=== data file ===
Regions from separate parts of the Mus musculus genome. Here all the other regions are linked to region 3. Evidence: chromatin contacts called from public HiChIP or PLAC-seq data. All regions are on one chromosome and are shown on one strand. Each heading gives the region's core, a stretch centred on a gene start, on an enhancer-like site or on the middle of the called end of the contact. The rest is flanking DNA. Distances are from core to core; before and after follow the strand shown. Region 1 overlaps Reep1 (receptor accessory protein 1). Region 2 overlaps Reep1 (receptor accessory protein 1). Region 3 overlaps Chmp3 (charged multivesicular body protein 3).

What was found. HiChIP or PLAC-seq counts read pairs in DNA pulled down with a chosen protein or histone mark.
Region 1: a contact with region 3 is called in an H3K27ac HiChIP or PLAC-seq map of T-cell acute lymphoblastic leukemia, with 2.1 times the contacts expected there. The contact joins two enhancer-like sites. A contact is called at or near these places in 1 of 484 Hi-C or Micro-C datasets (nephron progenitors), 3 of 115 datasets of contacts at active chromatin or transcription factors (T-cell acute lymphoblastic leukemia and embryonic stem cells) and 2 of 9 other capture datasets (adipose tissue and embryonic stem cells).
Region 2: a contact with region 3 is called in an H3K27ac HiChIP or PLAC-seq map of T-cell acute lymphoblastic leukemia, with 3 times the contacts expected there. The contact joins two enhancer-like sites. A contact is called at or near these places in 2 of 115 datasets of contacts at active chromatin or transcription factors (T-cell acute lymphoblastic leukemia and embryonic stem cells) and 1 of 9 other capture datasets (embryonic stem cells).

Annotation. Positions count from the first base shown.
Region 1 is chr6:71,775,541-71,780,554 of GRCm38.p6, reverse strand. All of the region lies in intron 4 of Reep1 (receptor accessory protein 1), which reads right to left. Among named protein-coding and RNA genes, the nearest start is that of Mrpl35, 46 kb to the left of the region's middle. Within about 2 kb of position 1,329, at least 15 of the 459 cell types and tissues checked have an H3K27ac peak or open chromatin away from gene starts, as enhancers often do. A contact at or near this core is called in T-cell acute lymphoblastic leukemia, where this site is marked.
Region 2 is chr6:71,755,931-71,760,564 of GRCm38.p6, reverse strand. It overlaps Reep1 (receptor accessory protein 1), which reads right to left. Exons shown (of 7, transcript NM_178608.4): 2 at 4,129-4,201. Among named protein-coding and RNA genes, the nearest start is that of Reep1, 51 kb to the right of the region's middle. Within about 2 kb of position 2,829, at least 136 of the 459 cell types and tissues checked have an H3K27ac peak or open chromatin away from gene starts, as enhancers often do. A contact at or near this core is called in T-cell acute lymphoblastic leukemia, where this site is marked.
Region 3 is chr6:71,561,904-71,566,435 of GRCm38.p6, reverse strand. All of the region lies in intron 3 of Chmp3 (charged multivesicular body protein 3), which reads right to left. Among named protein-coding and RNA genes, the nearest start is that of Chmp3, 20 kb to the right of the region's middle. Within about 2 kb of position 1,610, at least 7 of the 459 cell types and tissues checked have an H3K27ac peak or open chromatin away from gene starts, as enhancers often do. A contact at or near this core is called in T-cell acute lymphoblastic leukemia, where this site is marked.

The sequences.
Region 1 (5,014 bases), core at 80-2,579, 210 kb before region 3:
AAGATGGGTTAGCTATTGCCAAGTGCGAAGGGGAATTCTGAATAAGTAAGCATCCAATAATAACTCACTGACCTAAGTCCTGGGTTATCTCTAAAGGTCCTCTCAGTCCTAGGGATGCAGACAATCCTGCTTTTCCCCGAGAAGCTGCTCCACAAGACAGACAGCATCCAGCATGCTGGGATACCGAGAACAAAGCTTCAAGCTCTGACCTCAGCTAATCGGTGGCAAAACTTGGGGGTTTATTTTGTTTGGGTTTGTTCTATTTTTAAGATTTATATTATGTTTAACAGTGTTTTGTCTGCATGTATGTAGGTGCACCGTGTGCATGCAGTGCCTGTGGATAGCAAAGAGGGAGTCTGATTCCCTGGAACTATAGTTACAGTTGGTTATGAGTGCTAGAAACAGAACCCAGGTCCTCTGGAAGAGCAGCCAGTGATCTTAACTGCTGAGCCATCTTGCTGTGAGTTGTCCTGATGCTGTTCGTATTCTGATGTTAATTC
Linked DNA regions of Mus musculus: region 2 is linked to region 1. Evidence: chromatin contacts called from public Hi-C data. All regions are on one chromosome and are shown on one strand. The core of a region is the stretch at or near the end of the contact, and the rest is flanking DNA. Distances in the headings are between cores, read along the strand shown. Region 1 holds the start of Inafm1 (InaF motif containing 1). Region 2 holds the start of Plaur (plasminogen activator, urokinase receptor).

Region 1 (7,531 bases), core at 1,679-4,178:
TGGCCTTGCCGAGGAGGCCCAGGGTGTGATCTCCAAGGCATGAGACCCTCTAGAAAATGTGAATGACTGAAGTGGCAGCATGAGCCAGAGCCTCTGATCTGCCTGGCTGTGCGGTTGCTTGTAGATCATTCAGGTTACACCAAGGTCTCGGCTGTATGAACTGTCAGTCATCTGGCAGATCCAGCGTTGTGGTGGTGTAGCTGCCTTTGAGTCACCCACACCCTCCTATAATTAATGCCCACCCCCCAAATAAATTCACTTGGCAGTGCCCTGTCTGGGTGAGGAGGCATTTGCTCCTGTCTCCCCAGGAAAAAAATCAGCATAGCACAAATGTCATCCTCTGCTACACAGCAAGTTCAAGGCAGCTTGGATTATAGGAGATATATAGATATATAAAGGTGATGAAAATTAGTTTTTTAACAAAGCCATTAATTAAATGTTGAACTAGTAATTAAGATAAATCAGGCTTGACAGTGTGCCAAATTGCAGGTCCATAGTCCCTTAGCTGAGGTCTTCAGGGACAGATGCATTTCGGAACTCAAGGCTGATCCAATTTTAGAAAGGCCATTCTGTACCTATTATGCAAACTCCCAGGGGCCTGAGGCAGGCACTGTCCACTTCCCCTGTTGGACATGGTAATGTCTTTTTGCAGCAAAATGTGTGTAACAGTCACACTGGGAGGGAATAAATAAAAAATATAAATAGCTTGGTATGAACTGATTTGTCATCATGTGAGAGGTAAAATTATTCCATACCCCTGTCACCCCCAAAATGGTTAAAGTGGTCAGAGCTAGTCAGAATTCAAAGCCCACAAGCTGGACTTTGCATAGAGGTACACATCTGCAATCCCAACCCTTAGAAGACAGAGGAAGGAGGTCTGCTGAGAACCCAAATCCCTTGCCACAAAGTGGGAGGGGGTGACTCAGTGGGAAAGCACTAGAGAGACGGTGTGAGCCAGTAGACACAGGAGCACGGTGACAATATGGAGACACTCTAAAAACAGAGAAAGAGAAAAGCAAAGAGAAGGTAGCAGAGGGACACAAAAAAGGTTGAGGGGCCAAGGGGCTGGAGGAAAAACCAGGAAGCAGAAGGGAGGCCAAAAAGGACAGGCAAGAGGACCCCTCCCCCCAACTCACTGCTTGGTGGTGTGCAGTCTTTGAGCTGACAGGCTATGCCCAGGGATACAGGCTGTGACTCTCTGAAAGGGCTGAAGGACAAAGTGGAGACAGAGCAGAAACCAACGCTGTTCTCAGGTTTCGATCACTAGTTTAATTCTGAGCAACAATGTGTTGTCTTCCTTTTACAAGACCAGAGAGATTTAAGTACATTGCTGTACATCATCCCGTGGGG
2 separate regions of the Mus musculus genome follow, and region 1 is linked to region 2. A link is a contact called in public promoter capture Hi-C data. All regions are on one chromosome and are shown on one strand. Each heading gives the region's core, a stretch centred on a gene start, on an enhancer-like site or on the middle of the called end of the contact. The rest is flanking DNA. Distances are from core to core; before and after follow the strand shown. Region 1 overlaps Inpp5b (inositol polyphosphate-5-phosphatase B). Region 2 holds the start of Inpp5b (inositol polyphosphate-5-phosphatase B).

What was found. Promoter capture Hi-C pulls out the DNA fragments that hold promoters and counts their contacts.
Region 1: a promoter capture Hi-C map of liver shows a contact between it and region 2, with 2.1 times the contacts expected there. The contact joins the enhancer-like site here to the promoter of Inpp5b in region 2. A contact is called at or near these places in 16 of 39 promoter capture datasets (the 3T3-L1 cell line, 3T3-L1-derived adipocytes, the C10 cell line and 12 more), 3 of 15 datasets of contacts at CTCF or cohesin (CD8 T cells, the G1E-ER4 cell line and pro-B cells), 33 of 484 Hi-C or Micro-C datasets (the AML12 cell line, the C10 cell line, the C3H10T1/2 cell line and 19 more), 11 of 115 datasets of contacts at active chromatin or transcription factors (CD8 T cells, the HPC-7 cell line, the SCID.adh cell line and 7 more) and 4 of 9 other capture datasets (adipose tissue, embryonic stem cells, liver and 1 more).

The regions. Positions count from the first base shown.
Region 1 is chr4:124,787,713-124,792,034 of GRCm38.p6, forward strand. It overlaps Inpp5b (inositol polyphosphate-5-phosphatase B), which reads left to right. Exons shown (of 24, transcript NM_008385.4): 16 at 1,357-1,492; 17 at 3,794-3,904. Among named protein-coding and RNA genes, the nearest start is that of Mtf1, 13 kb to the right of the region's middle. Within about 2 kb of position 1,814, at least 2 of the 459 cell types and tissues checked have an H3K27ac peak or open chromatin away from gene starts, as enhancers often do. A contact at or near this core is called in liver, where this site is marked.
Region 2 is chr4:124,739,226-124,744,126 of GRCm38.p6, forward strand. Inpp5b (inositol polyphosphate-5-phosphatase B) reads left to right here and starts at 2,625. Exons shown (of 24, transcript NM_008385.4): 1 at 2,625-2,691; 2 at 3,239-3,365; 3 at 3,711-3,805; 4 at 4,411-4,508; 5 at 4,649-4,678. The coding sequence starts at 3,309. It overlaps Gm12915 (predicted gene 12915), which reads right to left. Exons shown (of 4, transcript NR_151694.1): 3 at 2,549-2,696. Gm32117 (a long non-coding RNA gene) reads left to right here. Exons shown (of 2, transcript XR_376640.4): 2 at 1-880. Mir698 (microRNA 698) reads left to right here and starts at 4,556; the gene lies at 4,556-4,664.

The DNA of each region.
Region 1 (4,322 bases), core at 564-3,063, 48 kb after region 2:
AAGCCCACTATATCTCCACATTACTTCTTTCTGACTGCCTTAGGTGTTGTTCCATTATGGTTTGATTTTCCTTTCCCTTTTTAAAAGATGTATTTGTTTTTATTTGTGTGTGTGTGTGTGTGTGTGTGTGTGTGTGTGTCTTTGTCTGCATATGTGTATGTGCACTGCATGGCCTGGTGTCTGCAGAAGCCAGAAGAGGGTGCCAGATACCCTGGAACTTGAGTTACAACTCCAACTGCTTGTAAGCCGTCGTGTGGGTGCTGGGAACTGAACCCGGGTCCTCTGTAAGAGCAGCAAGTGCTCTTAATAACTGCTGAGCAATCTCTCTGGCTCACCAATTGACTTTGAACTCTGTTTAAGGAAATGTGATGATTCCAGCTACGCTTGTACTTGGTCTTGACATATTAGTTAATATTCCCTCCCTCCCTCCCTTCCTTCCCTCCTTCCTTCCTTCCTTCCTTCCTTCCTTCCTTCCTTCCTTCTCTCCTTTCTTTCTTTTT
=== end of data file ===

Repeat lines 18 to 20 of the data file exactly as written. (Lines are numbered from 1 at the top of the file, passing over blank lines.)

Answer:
The regions. Positions count from the first base shown.
Region 1 is chr4:124,787,713-124,792,034 of GRCm38.p6, forward strand. It overlaps Inpp5b (inositol polyphosphate-5-phosphatase B), which reads left to right. Exons shown (of 24, transcript NM_008385.4): 16 at 1,357-1,492; 17 at 3,794-3,904. Among named protein-coding and RNA genes, the nearest start is that of Mtf1, 13 kb to the right of the region's middle. Within about 2 kb of position 1,814, at least 2 of the 459 cell types and tissues checked have an H3K27ac peak or open chromatin away from gene starts, as enhancers often do. A contact at or near this core is called in liver, where this site is marked.
Region 2 is chr4:124,739,226-124,744,126 of GRCm38.p6, forward strand. Inpp5b (inositol polyphosphate-5-phosphatase B) reads left to right here and starts at 2,625. Exons shown (of 24, transcript NM_008385.4): 1 at 2,625-2,691; 2 at 3,239-3,365; 3 at 3,711-3,805; 4 at 4,411-4,508; 5 at 4,649-4,678. The coding sequence starts at 3,309. It overlaps Gm12915 (predicted gene 12915), which reads right to left. Exons shown (of 4, transcript NR_151694.1): 3 at 2,549-2,696. Gm32117 (a long non-coding RNA gene) reads left to right here. Exons shown (of 2, transcript XR_376640.4): 2 at 1-880. Mir698 (microRNA 698) reads left to right here and starts at 4,556; the gene lies at 4,556-4,664.